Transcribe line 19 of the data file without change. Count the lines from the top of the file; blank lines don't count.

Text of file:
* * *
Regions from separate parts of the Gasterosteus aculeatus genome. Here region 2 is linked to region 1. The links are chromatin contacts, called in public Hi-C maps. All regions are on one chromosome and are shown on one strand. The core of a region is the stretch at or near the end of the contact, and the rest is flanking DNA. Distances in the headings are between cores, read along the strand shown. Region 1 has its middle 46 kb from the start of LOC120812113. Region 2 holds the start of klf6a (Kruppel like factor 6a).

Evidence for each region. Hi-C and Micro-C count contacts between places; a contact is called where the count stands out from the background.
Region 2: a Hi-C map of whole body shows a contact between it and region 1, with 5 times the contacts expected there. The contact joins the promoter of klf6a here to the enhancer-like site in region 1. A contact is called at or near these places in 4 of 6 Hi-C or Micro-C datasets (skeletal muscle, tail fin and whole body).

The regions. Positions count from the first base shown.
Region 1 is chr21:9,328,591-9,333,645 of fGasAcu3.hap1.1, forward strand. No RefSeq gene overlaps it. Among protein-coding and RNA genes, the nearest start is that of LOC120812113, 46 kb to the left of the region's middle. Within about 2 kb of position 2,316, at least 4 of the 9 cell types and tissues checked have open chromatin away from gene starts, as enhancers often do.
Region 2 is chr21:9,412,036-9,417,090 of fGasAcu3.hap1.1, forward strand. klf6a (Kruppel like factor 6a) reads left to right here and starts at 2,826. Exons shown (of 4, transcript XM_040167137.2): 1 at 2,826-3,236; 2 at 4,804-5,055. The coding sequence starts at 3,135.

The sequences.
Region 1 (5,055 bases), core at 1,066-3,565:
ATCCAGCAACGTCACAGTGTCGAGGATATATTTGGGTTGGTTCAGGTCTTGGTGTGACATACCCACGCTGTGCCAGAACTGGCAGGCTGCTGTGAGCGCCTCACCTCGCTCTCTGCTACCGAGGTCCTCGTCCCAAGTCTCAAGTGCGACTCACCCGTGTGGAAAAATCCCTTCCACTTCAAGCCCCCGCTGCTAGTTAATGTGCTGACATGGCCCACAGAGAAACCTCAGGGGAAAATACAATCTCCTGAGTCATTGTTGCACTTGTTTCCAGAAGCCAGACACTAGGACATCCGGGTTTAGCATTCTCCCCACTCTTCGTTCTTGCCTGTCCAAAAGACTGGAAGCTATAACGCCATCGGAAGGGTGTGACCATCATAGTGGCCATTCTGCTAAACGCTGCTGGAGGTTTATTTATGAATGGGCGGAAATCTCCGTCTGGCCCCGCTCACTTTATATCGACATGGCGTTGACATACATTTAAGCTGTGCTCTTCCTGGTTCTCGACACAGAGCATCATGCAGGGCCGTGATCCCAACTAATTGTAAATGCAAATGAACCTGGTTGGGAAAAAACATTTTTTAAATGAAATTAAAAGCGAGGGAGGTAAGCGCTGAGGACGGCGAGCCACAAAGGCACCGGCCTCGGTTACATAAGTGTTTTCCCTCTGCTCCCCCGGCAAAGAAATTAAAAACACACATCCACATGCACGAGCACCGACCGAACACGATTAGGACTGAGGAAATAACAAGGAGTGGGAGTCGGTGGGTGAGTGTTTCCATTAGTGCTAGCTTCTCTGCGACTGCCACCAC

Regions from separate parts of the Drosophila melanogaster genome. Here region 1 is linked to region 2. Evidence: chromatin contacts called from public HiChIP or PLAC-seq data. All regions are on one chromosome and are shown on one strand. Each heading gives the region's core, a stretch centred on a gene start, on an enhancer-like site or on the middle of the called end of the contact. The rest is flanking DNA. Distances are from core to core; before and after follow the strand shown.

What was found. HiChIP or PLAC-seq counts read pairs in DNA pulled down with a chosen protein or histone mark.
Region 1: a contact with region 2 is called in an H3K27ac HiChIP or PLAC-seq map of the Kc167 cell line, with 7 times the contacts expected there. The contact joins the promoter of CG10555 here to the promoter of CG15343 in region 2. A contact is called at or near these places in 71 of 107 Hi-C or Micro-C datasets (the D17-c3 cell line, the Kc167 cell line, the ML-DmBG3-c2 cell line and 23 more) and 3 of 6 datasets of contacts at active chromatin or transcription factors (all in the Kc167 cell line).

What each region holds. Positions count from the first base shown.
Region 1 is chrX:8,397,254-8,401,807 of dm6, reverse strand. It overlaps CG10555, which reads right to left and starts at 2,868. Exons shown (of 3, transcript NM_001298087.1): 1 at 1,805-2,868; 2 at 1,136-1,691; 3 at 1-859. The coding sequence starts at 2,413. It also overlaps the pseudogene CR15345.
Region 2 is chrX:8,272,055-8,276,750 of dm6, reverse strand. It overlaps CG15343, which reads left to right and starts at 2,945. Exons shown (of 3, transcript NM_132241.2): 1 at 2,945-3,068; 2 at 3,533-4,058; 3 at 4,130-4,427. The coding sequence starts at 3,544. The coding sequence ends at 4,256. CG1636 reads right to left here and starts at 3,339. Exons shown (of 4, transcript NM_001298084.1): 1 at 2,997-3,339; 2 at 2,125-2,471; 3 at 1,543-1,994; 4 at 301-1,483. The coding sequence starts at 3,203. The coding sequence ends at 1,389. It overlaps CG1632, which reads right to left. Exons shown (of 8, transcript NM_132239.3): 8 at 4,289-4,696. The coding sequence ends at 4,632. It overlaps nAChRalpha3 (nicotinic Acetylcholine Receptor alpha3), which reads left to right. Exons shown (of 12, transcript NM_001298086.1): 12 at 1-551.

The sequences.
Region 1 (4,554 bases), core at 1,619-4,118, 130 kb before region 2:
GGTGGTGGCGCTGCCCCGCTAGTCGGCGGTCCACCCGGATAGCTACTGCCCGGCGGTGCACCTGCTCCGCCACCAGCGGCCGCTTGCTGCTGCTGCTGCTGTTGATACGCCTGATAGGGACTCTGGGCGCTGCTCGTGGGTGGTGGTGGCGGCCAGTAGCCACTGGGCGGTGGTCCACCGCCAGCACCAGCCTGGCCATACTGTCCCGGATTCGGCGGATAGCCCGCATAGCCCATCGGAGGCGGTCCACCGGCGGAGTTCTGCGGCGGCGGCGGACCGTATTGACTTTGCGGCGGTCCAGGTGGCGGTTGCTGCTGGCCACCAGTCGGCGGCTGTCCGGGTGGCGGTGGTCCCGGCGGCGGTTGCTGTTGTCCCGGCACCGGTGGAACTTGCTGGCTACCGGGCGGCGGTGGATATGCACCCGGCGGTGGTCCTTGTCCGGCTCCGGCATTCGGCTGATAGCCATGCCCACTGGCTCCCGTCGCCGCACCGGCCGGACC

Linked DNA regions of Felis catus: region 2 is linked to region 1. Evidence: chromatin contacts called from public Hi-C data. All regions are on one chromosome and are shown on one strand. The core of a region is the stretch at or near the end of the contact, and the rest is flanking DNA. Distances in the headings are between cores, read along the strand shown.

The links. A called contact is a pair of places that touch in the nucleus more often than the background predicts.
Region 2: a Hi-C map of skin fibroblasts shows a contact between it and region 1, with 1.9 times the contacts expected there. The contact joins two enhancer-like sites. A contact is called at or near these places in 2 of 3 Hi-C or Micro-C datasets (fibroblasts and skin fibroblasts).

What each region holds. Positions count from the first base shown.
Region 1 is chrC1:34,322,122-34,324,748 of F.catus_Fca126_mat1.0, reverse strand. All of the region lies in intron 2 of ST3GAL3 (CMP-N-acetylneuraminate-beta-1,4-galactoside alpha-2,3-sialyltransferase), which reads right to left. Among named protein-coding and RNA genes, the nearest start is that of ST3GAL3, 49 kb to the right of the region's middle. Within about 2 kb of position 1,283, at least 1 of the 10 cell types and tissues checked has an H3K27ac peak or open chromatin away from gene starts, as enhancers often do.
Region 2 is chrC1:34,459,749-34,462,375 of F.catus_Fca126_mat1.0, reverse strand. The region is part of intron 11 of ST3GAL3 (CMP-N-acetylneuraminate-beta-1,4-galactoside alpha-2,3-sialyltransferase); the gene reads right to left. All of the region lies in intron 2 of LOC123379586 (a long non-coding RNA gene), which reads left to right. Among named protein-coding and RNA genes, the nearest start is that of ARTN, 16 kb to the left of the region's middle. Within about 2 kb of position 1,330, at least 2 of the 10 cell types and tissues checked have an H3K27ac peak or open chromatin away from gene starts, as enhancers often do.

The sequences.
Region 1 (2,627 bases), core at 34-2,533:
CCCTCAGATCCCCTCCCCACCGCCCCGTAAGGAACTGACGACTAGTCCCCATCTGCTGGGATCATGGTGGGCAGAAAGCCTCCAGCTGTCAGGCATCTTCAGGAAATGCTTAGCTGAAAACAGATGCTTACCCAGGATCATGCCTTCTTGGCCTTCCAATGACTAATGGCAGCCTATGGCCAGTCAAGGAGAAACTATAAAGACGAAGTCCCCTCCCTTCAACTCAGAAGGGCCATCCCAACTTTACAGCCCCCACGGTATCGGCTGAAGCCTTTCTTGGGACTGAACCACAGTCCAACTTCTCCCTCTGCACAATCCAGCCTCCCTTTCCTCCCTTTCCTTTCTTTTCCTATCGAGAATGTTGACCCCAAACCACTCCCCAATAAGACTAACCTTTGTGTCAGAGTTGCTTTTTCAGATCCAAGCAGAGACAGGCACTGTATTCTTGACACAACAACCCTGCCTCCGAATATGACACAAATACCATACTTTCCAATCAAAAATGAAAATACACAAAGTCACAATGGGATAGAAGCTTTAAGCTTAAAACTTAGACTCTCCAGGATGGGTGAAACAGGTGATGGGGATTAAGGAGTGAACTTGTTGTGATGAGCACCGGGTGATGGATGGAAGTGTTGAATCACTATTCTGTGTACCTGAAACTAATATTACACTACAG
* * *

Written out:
Linked DNA regions of Felis catus: region 2 is linked to region 1. Evidence: chromatin contacts called from public Hi-C data. All regions are on one chromosome and are shown on one strand. The core of a region is the stretch at or near the end of the contact, and the rest is flanking DNA. Distances in the headings are between cores, read along the strand shown.